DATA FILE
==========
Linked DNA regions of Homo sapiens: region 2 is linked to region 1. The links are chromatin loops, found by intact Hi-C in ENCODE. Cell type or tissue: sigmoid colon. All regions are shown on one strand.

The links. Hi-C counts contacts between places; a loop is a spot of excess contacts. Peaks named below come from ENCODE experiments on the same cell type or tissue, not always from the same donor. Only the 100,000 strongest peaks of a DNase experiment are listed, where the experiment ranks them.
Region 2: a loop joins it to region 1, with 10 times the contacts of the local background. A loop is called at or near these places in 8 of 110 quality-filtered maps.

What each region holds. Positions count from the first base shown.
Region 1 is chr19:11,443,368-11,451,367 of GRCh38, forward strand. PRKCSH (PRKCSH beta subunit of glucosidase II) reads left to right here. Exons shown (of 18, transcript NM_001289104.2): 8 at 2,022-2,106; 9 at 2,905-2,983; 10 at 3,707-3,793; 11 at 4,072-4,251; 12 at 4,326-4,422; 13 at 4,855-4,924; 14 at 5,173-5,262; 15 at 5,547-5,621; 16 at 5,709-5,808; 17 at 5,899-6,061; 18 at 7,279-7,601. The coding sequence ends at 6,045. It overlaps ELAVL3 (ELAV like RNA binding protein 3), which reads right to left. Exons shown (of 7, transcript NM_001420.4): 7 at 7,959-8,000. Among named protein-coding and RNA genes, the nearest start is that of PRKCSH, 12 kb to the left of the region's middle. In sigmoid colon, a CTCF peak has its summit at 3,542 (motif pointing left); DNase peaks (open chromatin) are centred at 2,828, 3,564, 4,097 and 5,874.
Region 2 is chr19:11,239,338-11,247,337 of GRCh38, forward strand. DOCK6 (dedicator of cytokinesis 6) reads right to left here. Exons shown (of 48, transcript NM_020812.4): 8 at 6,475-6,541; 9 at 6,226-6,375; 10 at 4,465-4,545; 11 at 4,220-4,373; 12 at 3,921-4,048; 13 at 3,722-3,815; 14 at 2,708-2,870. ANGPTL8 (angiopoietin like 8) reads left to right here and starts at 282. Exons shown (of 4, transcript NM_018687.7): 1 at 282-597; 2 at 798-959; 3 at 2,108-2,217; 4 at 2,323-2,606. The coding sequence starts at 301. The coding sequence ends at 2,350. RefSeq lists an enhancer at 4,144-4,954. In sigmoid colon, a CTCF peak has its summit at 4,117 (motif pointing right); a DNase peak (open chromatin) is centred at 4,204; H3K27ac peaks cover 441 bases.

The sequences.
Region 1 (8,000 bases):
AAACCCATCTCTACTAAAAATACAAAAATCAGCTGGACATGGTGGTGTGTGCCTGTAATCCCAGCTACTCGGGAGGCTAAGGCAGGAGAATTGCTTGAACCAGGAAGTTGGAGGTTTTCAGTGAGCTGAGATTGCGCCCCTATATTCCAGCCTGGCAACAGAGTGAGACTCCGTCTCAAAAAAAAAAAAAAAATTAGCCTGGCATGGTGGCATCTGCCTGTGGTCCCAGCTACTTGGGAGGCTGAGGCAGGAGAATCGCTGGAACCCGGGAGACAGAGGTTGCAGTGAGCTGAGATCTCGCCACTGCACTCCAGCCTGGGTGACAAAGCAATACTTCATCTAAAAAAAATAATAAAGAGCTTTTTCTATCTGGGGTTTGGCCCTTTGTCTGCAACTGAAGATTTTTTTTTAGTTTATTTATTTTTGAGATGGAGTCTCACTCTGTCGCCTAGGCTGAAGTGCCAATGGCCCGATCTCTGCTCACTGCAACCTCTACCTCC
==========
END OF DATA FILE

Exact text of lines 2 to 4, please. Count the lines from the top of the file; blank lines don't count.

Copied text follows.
The links. Hi-C counts contacts between places; a loop is a spot of excess contacts. Peaks named below come from ENCODE experiments on the same cell type or tissue, not always from the same donor. Only the 100,000 strongest peaks of a DNase experiment are listed, where the experiment ranks them.
Region 2: a loop joins it to region 1, with 10 times the contacts of the local background. A loop is called at or near these places in 8 of 110 quality-filtered maps.

What each region holds. Positions count from the first base shown.